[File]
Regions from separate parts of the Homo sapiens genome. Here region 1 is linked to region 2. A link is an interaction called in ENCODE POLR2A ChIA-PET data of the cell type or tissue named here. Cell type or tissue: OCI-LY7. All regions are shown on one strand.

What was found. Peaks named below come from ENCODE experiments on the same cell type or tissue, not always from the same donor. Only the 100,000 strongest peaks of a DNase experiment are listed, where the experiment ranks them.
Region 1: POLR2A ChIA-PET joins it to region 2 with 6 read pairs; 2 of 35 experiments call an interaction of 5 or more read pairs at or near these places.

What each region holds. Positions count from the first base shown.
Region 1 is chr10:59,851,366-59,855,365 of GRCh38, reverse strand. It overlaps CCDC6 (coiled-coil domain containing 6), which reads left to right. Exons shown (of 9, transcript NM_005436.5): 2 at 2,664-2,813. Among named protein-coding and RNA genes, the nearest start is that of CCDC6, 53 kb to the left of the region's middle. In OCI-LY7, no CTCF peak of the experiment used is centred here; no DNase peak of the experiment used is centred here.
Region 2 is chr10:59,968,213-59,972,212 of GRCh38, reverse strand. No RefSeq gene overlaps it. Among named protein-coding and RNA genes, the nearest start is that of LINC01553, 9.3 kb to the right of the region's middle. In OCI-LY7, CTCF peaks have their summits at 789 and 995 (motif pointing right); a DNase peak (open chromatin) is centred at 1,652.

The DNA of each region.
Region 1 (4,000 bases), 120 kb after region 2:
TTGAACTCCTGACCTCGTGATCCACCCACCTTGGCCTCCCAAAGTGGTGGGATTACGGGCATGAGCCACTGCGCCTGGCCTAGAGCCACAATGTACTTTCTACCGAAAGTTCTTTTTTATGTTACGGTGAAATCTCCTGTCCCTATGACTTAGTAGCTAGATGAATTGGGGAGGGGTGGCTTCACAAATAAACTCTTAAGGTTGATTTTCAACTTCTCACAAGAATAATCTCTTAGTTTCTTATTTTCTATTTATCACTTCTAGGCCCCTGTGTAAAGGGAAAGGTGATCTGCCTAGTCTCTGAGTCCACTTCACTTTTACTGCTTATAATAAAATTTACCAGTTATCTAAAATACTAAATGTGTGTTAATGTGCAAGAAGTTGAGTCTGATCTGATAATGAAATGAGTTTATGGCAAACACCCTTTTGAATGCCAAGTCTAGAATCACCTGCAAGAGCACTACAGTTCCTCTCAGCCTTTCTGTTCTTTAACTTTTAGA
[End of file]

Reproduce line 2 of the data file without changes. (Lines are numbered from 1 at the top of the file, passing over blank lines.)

What was found. Peaks named below come from ENCODE experiments on the same cell type or tissue, not always from the same donor. Only the 100,000 strongest peaks of a DNase experiment are listed, where the experiment ranks them.